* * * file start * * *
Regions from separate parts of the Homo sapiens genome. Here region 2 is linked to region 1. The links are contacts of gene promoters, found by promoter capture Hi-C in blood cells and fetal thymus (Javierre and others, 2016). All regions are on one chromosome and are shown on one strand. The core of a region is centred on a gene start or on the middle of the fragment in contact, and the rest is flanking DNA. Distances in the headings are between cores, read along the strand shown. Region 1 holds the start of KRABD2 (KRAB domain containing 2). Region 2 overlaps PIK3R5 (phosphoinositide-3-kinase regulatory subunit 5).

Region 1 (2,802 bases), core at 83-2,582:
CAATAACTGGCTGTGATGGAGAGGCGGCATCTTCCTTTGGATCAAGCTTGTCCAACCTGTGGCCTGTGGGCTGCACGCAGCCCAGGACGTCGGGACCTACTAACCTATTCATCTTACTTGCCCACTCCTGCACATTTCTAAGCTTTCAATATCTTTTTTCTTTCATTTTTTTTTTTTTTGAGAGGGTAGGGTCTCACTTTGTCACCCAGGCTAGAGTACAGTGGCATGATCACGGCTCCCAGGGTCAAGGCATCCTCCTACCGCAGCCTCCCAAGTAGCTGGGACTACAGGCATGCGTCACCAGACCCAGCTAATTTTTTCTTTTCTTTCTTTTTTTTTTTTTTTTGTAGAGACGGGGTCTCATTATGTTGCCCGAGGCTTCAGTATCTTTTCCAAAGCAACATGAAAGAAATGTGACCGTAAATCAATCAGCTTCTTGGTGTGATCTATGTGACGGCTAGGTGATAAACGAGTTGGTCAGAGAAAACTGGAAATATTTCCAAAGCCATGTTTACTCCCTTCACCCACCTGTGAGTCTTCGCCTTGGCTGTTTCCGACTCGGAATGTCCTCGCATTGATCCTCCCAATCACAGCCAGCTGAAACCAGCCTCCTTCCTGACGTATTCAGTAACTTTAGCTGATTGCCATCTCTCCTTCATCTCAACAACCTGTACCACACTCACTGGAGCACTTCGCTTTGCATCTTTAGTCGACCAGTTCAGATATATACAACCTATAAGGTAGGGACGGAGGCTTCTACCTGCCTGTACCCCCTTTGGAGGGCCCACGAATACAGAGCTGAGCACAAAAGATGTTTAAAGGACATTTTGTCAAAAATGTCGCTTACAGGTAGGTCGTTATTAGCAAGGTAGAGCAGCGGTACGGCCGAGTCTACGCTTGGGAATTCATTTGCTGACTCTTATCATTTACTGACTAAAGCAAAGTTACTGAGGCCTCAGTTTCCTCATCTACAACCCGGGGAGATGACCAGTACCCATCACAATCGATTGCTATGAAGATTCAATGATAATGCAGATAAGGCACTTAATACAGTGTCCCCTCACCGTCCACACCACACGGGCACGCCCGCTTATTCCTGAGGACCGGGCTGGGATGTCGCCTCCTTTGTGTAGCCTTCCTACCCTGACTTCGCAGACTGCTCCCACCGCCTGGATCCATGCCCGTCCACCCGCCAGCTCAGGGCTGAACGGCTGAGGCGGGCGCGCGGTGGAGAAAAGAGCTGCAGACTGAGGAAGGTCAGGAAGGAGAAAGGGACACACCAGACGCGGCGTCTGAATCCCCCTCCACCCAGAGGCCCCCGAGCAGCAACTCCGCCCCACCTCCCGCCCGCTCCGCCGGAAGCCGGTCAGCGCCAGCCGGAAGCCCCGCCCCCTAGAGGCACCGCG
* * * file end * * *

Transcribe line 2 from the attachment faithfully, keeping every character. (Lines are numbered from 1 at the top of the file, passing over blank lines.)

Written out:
Region 1 (2,802 bases), core at 83-2,582: